Rigorous Novel Review Idea: Using Geometry to Form Connections

You should have seen it! 

The students walked into my classroom and they see Geometry Review on the board.

“Ummm…aren’t we in language arts class?”

“YES! And we are going to play with shapes today!” Triangles, squares, and pentagons to be exact! 

How it works:

The overall idea: The students will put the names of the characters on the point of the shape. On the lines between the points, they will write how the characters connect. 

Prior to class, I made a set of cards of all the characters in our book. To make things interesting and rigorous, I also included a card for them to pick another character from a different novel. 

I had them set up their notebook with a triangle and square on one side, and a pentagon on the other side. I wanted them to make it fairly large since they needed room to write character names and connections between the points. 

1. Working with their groups, the students drew characters out of their box; one for each point on their shape plus one more.

2. Talking with their group, they decided which names to keep, and which one to put back in the box.

3. Then they placed the names on the point of their shapes.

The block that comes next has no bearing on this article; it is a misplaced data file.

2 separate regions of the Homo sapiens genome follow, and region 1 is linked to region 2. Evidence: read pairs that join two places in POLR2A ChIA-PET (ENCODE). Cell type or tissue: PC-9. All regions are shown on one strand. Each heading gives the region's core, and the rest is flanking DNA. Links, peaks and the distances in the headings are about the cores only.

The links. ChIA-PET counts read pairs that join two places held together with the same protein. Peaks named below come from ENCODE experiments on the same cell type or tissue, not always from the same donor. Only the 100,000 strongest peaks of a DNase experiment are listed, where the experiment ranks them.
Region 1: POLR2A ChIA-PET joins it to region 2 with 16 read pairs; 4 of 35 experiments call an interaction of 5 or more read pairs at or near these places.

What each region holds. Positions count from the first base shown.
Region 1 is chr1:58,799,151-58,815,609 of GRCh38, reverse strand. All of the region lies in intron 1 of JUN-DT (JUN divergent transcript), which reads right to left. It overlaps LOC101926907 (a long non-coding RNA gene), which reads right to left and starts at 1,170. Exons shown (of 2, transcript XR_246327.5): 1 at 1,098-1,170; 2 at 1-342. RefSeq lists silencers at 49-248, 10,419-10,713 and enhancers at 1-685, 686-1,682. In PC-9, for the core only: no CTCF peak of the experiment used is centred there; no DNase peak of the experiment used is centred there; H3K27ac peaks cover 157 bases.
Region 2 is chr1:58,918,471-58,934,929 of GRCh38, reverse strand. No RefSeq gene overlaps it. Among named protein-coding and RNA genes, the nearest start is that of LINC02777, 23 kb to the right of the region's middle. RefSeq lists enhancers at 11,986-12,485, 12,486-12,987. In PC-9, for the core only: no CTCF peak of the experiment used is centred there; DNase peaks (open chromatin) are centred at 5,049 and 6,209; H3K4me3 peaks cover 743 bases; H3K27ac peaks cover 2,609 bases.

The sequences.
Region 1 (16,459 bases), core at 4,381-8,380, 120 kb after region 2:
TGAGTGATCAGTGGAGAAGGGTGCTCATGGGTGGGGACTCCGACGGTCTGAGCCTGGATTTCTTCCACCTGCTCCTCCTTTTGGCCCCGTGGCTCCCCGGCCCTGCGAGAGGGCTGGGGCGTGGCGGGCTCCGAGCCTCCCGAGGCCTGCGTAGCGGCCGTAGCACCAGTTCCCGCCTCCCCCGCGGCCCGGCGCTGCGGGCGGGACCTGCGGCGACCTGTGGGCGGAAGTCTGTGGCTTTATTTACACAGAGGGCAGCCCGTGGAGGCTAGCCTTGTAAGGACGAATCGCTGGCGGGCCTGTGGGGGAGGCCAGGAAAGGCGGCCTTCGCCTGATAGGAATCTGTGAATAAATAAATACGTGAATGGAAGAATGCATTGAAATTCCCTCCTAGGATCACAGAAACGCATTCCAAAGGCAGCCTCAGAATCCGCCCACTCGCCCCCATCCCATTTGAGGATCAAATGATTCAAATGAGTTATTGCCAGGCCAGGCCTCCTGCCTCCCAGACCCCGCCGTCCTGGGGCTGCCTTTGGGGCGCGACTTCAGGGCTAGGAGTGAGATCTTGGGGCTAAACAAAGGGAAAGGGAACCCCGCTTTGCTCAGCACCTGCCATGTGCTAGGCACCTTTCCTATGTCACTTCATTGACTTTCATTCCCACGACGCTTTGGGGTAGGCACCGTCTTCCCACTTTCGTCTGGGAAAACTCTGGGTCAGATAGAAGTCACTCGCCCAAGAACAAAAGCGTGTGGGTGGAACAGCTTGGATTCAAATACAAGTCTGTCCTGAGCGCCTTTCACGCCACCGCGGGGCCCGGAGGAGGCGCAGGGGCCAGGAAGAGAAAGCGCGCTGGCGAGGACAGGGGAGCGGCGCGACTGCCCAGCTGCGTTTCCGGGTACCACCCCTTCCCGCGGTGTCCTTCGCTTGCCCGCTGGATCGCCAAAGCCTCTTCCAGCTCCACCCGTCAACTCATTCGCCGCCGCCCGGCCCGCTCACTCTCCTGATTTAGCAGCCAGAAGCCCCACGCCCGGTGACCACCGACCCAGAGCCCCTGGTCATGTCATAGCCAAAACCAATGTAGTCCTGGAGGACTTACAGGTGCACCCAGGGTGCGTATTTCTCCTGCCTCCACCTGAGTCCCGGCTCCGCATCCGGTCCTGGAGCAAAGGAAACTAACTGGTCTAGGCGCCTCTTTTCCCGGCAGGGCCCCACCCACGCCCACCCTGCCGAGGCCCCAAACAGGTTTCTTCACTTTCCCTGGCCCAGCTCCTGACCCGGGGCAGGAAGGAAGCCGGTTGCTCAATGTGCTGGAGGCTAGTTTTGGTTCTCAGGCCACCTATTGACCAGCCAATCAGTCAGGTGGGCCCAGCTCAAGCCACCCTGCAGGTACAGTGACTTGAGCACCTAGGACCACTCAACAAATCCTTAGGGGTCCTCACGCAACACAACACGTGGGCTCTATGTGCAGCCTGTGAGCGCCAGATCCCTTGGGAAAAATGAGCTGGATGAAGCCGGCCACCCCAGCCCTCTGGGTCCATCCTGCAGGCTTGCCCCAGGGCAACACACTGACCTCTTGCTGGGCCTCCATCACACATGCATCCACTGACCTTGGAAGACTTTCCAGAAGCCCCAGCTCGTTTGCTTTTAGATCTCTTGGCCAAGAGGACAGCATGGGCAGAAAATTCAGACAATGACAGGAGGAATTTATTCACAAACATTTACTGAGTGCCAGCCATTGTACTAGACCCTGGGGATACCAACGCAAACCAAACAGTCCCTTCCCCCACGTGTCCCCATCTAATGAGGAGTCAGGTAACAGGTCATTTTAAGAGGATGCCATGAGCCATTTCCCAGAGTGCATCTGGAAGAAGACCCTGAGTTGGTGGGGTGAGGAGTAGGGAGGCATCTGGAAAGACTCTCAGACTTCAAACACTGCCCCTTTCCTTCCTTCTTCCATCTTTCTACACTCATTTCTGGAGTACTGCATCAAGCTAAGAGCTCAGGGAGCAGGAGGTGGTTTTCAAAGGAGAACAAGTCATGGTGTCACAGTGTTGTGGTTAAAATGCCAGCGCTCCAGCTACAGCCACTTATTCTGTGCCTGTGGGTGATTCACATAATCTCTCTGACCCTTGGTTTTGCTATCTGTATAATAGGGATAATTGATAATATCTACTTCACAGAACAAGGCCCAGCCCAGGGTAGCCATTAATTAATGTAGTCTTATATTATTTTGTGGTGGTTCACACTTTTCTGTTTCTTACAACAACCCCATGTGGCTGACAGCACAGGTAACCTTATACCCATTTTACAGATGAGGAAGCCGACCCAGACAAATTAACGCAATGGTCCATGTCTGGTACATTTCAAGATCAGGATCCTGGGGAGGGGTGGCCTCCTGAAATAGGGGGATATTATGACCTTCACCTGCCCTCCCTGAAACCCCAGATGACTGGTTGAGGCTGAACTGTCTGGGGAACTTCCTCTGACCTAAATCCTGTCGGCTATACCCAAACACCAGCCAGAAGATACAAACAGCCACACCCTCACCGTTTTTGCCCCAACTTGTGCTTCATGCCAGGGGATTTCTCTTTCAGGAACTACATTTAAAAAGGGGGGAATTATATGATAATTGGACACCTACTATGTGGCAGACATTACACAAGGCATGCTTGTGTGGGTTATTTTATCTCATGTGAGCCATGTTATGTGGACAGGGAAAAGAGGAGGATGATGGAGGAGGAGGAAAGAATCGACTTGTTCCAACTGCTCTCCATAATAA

4. In between the points they wrote how the characters connected. Now this can be an event from the story that connects them, a conflict they faced, a trait that is similar, etc. 

5. As they moved on to their different shapes, I told them to put the character cards back in the box since they can be used again, but I did tell them not to have any repeating connections between the characters.   

I moved around to help and encourage students to think deeper about the connections. I ended up using the word impact a lot. Like, “how did this character impact the other character?” But mostly, I was so impressed to hear them talk about the characters, the events in the story, the problems the characters faced, and the personalities of each character. They took great care in selecting where each character went on their shape so they could make the best connections. It was a great review of our novel, Witness! 

If groups finish early, I had them work on the diagonals of the shapes. 

After every group finished, the students switched seats with another classmate at a different table. I set the timer for 5 minutes and they read through the connections on each shape, and provided feedback. I set the expectation that the feedback would go beyond, “good job.” It needed to be meaningful and thoughtful. Like, “wow! This is a great connection! I would have never thought about these two characters sharing this same characteristic.” Or, “This is a good start, but I also think the characters connected by…”

Then I had the students share out the great connections they read on their classmates paper. Some of them really impressed me, especially when they connected one of our characters to another character in a different novel. 

I hope this provides you with an idea to add to your review toolbox! It is something different and requires the students to think about the events of the story and how characters connect. If you give it a shot, let me know!

Sending Positive Teaching Vibes Your Way,

Savannah Kepley

Savannah Kepley